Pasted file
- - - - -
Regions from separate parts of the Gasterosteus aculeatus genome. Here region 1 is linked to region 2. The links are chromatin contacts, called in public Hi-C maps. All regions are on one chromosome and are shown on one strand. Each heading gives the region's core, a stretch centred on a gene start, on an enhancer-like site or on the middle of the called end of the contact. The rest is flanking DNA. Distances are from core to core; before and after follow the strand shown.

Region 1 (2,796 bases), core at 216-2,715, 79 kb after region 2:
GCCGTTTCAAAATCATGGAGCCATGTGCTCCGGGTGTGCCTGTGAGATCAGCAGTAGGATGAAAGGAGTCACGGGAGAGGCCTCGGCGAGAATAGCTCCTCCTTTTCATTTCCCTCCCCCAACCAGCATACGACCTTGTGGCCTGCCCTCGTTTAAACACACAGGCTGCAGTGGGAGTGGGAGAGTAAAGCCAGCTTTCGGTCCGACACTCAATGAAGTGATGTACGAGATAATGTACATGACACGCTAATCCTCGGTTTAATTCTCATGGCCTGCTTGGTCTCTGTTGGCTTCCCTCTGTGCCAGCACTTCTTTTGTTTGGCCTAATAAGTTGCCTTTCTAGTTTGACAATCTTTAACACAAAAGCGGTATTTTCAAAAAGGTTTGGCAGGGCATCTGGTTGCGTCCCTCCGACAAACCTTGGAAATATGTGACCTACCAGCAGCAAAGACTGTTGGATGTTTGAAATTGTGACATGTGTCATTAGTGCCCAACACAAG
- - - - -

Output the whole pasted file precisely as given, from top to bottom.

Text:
Regions from separate parts of the Gasterosteus aculeatus genome. Here region 1 is linked to region 2. The links are chromatin contacts, called in public Hi-C maps. All regions are on one chromosome and are shown on one strand. Each heading gives the region's core, a stretch centred on a gene start, on an enhancer-like site or on the middle of the called end of the contact. The rest is flanking DNA. Distances are from core to core; before and after follow the strand shown.

Region 1 (2,796 bases), core at 216-2,715, 79 kb after region 2:
GCCGTTTCAAAATCATGGAGCCATGTGCTCCGGGTGTGCCTGTGAGATCAGCAGTAGGATGAAAGGAGTCACGGGAGAGGCCTCGGCGAGAATAGCTCCTCCTTTTCATTTCCCTCCCCCAACCAGCATACGACCTTGTGGCCTGCCCTCGTTTAAACACACAGGCTGCAGTGGGAGTGGGAGAGTAAAGCCAGCTTTCGGTCCGACACTCAATGAAGTGATGTACGAGATAATGTACATGACACGCTAATCCTCGGTTTAATTCTCATGGCCTGCTTGGTCTCTGTTGGCTTCCCTCTGTGCCAGCACTTCTTTTGTTTGGCCTAATAAGTTGCCTTTCTAGTTTGACAATCTTTAACACAAAAGCGGTATTTTCAAAAAGGTTTGGCAGGGCATCTGGTTGCGTCCCTCCGACAAACCTTGGAAATATGTGACCTACCAGCAGCAAAGACTGTTGGATGTTTGAAATTGTGACATGTGTCATTAGTGCCCAACACAAG